Region 2 Superfund
Serving New Jersey, New York, Puerto Rico, US Virgin Islands and Eight Tribal Nations.
Onondaga Lake Superfund Site
Onondaga County, New York
No meetings scheduled.
Related EPA Web Sites
Larisa Romanowski: (518) 747-4389
Lower Ley Creek Subsite of Onondaga Lake Site Record of Decision [18 MB, 387 pp]
Public Notice: Five-Year Review for LCP Bridge Street Subsite [6.7 MB, 27 pp]
Lower Ley Creek Proposed Plan [6.7 MB, 27 pp]
Onondaga Lake is a 4.5 square mile lake located in the City of Syracuse, the Towns of Salina, Geddes, and Camillus. The lake drains approximately 285 square miles of the surrounding areas. Because of extensive pollution, the lake was proposed to the NPL on May 10, 1993, and officially listed on December 16, 1994. The Onondaga Lake superfund site consists of the lake itself, seven major and minor tributaries, and upland sources of contamination to the site (called subsites), of which there are eleven. The lake flows into the Seneca River, then into the Oswego River and ultimately Lake Ontario.
The availability of salt and limestone along Onondaga Lake led to the Solvay Process Company, later Allied Chemical, and now known as Honeywell International, Inc., to locate along the west side of the lake. In 1946, Allied Chemical initiated a mercury cell process which resulted in waste streams containing mercury and heavy metals being discharged by its facilities at Willis Avenue and Bridge Street. Honeywell’s Semet Residue Ponds are another source of contamination to the lake. The primary Potentially Responsible Party (PRP) for the site is Honeywell. The site is being addressed through federal, state, and PRP actions. New York State is the lead agency on this cleanup.
Historically, industrial processing at Solvay Processing/AlliedSignal/Honeywell Inc., and municipal wastewater treatment plants routinely discharged their wastes into the lake. As a result, surface water is contaminated with mercury, and sediments are contaminated with polychlorinated biphenyls (PCBs); pesticides; creosotes; heavy metals including lead, cobalt, and mercury; polycyclic aromatic hydrocarbons (PAHs); and volatile organic compounds (VOCs) such as chlorobenzene. Ground water at many of the upland subsites is also contaminated. Several species of fish native to the lake have high concentrations of mercury. Public fishing in Onondaga Lake was banned in 1970, but the lake was opened for catch-and-release fishing in 1986. Contact with or ingestion of contaminated groundwater, surface water, or sediments could pose a health threat, although EPA and New York State have determined that the site poses no immediate threat to human health or the environment while studies are being performed.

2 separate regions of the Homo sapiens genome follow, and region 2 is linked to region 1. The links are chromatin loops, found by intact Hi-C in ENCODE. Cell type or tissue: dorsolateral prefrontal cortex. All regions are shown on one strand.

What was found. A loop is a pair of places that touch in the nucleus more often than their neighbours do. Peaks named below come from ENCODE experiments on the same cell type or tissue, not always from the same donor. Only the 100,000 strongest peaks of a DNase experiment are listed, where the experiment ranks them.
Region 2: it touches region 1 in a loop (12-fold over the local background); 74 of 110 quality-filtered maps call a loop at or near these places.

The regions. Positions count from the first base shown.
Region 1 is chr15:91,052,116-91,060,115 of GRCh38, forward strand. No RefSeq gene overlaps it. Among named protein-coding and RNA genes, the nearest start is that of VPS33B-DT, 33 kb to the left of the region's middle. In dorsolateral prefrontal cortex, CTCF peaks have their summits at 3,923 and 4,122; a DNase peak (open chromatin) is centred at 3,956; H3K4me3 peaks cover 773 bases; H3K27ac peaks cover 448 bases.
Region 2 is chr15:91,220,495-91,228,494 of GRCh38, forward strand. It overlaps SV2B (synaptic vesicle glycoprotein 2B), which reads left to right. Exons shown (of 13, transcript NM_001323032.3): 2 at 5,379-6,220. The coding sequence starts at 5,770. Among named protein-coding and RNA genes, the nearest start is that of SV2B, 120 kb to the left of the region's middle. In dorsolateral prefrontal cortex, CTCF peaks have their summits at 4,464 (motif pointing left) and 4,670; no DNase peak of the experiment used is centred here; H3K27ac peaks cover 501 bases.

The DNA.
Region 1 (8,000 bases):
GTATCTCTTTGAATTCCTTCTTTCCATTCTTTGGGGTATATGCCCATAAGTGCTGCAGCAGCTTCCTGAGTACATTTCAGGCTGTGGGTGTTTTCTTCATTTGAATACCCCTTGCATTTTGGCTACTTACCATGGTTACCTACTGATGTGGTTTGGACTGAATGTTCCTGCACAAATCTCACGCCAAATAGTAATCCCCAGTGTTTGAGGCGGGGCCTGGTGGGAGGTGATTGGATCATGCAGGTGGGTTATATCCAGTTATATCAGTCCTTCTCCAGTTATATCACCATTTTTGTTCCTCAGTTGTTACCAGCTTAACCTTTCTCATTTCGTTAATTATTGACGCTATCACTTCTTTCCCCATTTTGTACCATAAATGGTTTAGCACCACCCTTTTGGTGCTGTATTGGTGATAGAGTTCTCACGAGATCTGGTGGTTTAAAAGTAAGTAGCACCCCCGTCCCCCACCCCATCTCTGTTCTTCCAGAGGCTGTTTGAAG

The Onondaga Lake Superfund cleanup is being addressed in two stages: 1) interim remedial measures (IRMs) and 2) long-term remedial actions focusing on cleanup of the subsites. IRMs undertaken at the site include: removing chlorobenzene from existing wells; altering existing on-site sewers; on-site demolition, removal, decontamination and recycling of former mercury cell processing buildings and building materials; cleaning storm drainage systems; investigation of berms surrounding the Semet Tar Ponds; design and construction of a lakeshore barrier wall and groundwater collection/treatment system; and removal of some contaminated sediments and floodplain soils from Geddes Brook and the East Flume. Investigations and long-term remedial actions at the various subsites are being performed by PRPs, pursuant to enforcement agreements between the PRPs and the State. EPA has contributed over $16.5 million to the state for various activities at the site including investigations; coordination and management at subsites; implementation of a citizen involvement plan; creation of a site-wide database; and establishment of a comprehensive enforcement program. Between 1998 and March 2010, eight Records of Decision (RODs) have been signed for cleanup plans at the various subsites. Selected remedies for contamination at the subsites include: dredging of sediments; excavation of soils; on and offsite treatment of contaminated materials; collection and treatment of contaminated groundwater; and capping of excavated soils and sediments.
Dredging and capping of contaminated lake sediments began in summer 2012. Approximately two million cubic yards of contaminated sediment will be removed during dredging. The dredging work is being performed by Honeywell International with oversight by the New York State Department of Environmental Conservation, the EPA, and the New York State Department of Health. Dredged lake sediment is transported four miles by a double-walled pipeline to a lined consolidation area located on the former Allied Chemical waste bed located off Airport Road in the Town of Camillus. Once there, the sediment is dried and permanently stored in heavy-duty plastic tubes. The water that drains from the tubes is treated onsite at the Camillus facility and pumped to Onondaga County's Metropolitan Syracuse Wastewater Treatment Facility for further treatment before being pumped back to the lake. Once the dredging has been completed, the tubes will be capped in a manner protective of human health and the environment.
Dredging and capping operations in Onondaga Lake are anticipated to be completed in 2015 and 2016 respectively. Honeywell estimates that more than 500 Central New York scientists, engineers, and skilled craft laborers are working on the project, and Honeywell plans to hire more local workers as the project continues.
More information about the status of the cleanup of the subsites and the lake bottom can be found on the New York State Department of Environmental Conservation’s Region 7 Project Information Web page.